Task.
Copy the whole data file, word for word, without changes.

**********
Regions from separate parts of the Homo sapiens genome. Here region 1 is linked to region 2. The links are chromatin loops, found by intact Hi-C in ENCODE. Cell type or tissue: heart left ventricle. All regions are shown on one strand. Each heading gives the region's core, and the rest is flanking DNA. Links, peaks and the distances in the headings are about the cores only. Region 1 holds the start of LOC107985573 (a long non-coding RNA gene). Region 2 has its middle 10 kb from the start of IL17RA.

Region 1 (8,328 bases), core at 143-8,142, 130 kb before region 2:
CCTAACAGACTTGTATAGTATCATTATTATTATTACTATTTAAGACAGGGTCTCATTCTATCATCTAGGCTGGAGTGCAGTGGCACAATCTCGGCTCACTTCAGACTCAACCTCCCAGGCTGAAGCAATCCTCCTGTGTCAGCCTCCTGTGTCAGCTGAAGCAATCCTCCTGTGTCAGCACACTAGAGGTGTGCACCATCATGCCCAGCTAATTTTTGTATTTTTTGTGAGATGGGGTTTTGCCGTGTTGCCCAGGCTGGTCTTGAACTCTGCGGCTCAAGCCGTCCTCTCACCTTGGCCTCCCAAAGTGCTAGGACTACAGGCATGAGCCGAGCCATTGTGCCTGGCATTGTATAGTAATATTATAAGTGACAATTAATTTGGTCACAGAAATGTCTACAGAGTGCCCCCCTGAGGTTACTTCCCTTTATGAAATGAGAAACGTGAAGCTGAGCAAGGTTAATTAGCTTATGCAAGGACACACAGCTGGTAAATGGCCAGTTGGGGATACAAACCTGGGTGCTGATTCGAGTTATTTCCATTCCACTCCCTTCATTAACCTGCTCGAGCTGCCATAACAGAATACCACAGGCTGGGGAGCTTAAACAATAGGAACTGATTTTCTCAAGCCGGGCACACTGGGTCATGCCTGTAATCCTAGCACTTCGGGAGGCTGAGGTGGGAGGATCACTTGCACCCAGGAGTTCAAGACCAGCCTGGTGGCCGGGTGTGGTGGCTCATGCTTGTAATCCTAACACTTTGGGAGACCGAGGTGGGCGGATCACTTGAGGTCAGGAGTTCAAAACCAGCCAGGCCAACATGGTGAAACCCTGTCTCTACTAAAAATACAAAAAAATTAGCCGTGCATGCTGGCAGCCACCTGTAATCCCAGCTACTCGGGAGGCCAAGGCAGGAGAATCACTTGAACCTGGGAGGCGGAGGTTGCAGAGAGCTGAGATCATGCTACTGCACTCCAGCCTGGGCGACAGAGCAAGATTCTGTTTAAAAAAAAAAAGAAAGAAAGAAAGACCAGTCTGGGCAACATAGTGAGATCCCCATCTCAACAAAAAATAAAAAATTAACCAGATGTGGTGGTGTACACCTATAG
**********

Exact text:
Regions from separate parts of the Homo sapiens genome. Here region 1 is linked to region 2. The links are chromatin loops, found by intact Hi-C in ENCODE. Cell type or tissue: heart left ventricle. All regions are shown on one strand. Each heading gives the region's core, and the rest is flanking DNA. Links, peaks and the distances in the headings are about the cores only. Region 1 holds the start of LOC107985573 (a long non-coding RNA gene). Region 2 has its middle 10 kb from the start of IL17RA.

Region 1 (8,328 bases), core at 143-8,142, 130 kb before region 2:
CCTAACAGACTTGTATAGTATCATTATTATTATTACTATTTAAGACAGGGTCTCATTCTATCATCTAGGCTGGAGTGCAGTGGCACAATCTCGGCTCACTTCAGACTCAACCTCCCAGGCTGAAGCAATCCTCCTGTGTCAGCCTCCTGTGTCAGCTGAAGCAATCCTCCTGTGTCAGCACACTAGAGGTGTGCACCATCATGCCCAGCTAATTTTTGTATTTTTTGTGAGATGGGGTTTTGCCGTGTTGCCCAGGCTGGTCTTGAACTCTGCGGCTCAAGCCGTCCTCTCACCTTGGCCTCCCAAAGTGCTAGGACTACAGGCATGAGCCGAGCCATTGTGCCTGGCATTGTATAGTAATATTATAAGTGACAATTAATTTGGTCACAGAAATGTCTACAGAGTGCCCCCCTGAGGTTACTTCCCTTTATGAAATGAGAAACGTGAAGCTGAGCAAGGTTAATTAGCTTATGCAAGGACACACAGCTGGTAAATGGCCAGTTGGGGATACAAACCTGGGTGCTGATTCGAGTTATTTCCATTCCACTCCCTTCATTAACCTGCTCGAGCTGCCATAACAGAATACCACAGGCTGGGGAGCTTAAACAATAGGAACTGATTTTCTCAAGCCGGGCACACTGGGTCATGCCTGTAATCCTAGCACTTCGGGAGGCTGAGGTGGGAGGATCACTTGCACCCAGGAGTTCAAGACCAGCCTGGTGGCCGGGTGTGGTGGCTCATGCTTGTAATCCTAACACTTTGGGAGACCGAGGTGGGCGGATCACTTGAGGTCAGGAGTTCAAAACCAGCCAGGCCAACATGGTGAAACCCTGTCTCTACTAAAAATACAAAAAAATTAGCCGTGCATGCTGGCAGCCACCTGTAATCCCAGCTACTCGGGAGGCCAAGGCAGGAGAATCACTTGAACCTGGGAGGCGGAGGTTGCAGAGAGCTGAGATCATGCTACTGCACTCCAGCCTGGGCGACAGAGCAAGATTCTGTTTAAAAAAAAAAAGAAAGAAAGAAAGACCAGTCTGGGCAACATAGTGAGATCCCCATCTCAACAAAAAATAAAAAATTAACCAGATGTGGTGGTGTACACCTATAG